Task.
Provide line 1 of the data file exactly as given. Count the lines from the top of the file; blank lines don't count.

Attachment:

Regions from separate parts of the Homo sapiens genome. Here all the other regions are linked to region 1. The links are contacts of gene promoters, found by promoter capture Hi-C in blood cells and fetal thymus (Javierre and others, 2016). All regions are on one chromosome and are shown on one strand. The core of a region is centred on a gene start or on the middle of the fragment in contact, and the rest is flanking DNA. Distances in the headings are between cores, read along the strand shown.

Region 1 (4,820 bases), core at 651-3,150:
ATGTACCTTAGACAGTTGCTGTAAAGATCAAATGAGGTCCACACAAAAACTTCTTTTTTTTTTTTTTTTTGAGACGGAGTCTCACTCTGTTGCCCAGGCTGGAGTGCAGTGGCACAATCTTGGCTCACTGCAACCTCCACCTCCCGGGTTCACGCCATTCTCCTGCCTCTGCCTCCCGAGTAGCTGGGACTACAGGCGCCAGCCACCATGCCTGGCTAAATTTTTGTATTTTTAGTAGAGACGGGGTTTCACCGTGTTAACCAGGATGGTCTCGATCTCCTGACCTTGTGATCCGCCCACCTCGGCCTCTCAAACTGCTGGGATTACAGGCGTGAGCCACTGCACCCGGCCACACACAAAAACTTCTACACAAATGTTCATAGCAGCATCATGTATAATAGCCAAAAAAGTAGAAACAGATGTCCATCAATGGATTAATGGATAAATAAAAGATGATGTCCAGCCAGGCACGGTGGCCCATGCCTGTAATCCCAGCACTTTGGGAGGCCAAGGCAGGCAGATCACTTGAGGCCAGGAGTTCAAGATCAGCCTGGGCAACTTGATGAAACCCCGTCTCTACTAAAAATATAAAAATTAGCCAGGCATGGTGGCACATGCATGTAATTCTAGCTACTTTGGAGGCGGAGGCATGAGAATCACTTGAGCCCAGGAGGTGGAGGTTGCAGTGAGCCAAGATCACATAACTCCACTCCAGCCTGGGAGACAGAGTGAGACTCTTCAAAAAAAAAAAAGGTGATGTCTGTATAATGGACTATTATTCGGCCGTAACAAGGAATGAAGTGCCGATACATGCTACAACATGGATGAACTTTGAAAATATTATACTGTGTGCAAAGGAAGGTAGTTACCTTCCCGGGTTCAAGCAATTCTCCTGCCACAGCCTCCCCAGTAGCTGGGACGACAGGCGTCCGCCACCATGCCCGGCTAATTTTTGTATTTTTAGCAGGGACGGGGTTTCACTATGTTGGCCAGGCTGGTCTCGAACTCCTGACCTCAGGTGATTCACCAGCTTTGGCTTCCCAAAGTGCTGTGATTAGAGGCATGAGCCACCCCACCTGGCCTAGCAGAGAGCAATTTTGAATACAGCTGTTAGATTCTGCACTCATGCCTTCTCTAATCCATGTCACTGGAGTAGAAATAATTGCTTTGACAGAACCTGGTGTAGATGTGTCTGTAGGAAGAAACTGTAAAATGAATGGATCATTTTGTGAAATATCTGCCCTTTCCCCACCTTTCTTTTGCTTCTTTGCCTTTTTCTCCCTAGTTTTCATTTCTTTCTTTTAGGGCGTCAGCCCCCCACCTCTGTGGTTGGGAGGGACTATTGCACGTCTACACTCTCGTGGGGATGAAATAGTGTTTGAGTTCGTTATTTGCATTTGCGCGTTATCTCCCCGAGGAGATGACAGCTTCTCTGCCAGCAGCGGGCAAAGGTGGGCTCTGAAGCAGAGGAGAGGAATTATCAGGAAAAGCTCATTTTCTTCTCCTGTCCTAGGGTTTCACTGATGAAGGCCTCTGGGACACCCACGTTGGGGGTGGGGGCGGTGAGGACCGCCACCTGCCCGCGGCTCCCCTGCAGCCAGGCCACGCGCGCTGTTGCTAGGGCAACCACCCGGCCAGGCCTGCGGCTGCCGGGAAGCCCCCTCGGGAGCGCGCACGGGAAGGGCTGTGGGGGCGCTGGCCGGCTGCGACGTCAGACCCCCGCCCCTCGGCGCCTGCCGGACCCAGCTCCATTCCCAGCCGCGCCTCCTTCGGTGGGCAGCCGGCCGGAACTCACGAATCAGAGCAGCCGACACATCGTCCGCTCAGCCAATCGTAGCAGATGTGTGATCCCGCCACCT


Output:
Regions from separate parts of the Homo sapiens genome. Here all the other regions are linked to region 1. The links are contacts of gene promoters, found by promoter capture Hi-C in blood cells and fetal thymus (Javierre and others, 2016). All regions are on one chromosome and are shown on one strand. The core of a region is centred on a gene start or on the middle of the fragment in contact, and the rest is flanking DNA. Distances in the headings are between cores, read along the strand shown.